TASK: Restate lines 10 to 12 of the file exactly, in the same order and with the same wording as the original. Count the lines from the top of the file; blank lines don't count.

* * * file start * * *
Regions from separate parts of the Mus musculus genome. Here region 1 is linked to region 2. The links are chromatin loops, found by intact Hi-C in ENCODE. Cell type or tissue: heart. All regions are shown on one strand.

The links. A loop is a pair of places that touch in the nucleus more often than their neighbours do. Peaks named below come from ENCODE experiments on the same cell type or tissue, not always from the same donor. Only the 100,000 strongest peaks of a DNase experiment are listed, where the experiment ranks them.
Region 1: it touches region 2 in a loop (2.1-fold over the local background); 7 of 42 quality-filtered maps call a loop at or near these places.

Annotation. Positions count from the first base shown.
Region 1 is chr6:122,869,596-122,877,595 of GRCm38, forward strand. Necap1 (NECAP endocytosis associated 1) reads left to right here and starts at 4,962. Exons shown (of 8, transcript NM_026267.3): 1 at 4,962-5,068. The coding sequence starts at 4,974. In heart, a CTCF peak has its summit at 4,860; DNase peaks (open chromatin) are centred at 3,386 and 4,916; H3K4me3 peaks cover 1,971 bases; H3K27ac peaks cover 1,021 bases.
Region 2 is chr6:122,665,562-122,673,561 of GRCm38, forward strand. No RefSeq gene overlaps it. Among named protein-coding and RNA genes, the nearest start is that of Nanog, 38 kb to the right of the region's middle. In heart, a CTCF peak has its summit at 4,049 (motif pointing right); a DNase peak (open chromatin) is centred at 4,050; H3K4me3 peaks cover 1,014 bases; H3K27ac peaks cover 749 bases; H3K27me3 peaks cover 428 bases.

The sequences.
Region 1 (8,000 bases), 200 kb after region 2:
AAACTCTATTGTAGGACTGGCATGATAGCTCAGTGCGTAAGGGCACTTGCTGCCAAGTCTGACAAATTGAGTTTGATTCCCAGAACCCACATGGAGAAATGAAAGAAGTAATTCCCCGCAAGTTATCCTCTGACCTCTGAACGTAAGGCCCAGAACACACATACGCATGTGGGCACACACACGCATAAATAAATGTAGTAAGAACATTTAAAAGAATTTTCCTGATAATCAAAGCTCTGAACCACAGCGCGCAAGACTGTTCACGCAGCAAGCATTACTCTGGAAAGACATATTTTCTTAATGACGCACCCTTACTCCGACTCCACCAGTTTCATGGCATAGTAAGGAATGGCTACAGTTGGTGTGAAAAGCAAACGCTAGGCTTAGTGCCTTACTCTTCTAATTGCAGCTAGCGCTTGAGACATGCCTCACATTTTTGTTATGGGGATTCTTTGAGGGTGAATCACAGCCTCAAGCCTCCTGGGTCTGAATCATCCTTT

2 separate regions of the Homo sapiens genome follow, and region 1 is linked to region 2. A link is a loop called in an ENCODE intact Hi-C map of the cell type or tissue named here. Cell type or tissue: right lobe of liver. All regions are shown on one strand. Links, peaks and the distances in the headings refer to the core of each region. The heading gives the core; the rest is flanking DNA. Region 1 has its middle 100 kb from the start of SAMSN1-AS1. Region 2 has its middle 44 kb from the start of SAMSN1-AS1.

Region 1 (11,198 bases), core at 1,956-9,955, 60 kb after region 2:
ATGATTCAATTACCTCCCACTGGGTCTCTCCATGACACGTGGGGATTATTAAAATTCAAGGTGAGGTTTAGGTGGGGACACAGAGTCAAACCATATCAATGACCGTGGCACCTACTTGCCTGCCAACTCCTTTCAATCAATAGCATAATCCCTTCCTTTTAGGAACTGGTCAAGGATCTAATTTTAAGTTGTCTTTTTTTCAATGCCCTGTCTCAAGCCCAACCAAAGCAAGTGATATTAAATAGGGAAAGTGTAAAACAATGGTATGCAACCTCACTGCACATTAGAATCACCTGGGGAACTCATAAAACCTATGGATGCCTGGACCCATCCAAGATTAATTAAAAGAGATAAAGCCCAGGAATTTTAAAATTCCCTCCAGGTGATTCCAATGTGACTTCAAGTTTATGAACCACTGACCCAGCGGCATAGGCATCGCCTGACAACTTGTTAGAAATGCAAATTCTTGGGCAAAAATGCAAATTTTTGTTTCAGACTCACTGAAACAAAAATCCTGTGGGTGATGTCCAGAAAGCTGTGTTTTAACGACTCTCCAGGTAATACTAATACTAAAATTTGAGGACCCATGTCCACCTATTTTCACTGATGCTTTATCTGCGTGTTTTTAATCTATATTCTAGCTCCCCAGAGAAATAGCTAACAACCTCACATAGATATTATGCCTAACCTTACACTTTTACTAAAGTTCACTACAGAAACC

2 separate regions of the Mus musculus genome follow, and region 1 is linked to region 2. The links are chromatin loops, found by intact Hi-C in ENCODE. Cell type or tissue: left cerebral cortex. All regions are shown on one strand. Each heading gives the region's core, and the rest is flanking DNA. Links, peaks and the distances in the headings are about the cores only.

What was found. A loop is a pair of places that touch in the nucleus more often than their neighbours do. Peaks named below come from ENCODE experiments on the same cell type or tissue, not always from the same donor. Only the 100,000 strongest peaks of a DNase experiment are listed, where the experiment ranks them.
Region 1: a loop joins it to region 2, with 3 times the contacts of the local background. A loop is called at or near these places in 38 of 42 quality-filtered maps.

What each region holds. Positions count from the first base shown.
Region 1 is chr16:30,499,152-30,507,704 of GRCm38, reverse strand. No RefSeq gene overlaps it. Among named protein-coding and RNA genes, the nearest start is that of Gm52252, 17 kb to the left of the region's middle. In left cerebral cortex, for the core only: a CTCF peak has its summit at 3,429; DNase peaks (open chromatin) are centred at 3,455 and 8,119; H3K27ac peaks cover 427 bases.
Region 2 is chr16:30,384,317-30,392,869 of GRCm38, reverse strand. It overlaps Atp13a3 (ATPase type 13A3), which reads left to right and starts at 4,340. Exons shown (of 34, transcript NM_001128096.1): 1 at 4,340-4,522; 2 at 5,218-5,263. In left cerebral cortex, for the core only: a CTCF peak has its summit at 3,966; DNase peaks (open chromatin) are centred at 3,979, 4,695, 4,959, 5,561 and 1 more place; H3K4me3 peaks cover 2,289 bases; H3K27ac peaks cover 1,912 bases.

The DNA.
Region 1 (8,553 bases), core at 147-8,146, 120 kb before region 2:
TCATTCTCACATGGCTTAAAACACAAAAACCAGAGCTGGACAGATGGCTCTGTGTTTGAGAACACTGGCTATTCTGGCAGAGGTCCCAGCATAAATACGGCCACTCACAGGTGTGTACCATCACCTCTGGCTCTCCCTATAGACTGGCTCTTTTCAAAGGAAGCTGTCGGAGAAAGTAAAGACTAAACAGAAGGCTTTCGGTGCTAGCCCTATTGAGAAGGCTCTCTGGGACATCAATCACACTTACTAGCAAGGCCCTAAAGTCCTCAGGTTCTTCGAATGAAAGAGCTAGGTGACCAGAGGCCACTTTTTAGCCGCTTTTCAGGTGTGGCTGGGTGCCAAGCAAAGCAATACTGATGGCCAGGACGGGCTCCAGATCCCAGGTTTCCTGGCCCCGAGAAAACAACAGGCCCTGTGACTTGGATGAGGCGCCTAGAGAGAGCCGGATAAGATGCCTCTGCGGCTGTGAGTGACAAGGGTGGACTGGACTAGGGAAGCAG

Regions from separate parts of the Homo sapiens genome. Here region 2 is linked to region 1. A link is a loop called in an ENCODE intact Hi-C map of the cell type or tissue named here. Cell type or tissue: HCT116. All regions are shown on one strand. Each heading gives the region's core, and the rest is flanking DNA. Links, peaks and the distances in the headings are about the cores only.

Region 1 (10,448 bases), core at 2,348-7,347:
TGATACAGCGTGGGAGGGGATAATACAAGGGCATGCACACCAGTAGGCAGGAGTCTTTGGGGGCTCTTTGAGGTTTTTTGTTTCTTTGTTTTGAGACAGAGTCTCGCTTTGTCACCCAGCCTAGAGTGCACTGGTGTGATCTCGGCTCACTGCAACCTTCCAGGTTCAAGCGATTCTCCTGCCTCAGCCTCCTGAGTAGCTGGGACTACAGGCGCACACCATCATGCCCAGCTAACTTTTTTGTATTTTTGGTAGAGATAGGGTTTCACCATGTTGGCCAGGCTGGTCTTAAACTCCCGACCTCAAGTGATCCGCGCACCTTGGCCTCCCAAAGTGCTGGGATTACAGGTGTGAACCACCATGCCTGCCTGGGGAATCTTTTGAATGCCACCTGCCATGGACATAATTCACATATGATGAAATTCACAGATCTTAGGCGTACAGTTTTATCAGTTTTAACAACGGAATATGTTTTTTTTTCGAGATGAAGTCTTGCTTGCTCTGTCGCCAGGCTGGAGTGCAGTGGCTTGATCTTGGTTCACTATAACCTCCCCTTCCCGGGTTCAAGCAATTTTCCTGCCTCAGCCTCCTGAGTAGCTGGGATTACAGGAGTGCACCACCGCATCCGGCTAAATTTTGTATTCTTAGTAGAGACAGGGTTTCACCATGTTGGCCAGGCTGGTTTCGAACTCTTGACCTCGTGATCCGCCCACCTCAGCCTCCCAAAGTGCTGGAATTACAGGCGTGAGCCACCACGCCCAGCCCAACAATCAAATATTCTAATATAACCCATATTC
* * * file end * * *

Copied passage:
2 separate regions of the Homo sapiens genome follow, and region 1 is linked to region 2. A link is a loop called in an ENCODE intact Hi-C map of the cell type or tissue named here. Cell type or tissue: right lobe of liver. All regions are shown on one strand. Links, peaks and the distances in the headings refer to the core of each region. The heading gives the core; the rest is flanking DNA. Region 1 has its middle 100 kb from the start of SAMSN1-AS1. Region 2 has its middle 44 kb from the start of SAMSN1-AS1.

Region 1 (11,198 bases), core at 1,956-9,955, 60 kb after region 2:
ATGATTCAATTACCTCCCACTGGGTCTCTCCATGACACGTGGGGATTATTAAAATTCAAGGTGAGGTTTAGGTGGGGACACAGAGTCAAACCATATCAATGACCGTGGCACCTACTTGCCTGCCAACTCCTTTCAATCAATAGCATAATCCCTTCCTTTTAGGAACTGGTCAAGGATCTAATTTTAAGTTGTCTTTTTTTCAATGCCCTGTCTCAAGCCCAACCAAAGCAAGTGATATTAAATAGGGAAAGTGTAAAACAATGGTATGCAACCTCACTGCACATTAGAATCACCTGGGGAACTCATAAAACCTATGGATGCCTGGACCCATCCAAGATTAATTAAAAGAGATAAAGCCCAGGAATTTTAAAATTCCCTCCAGGTGATTCCAATGTGACTTCAAGTTTATGAACCACTGACCCAGCGGCATAGGCATCGCCTGACAACTTGTTAGAAATGCAAATTCTTGGGCAAAAATGCAAATTTTTGTTTCAGACTCACTGAAACAAAAATCCTGTGGGTGATGTCCAGAAAGCTGTGTTTTAACGACTCTCCAGGTAATACTAATACTAAAATTTGAGGACCCATGTCCACCTATTTTCACTGATGCTTTATCTGCGTGTTTTTAATCTATATTCTAGCTCCCCAGAGAAATAGCTAACAACCTCACATAGATATTATGCCTAACCTTACACTTTTACTAAAGTTCACTACAGAAACC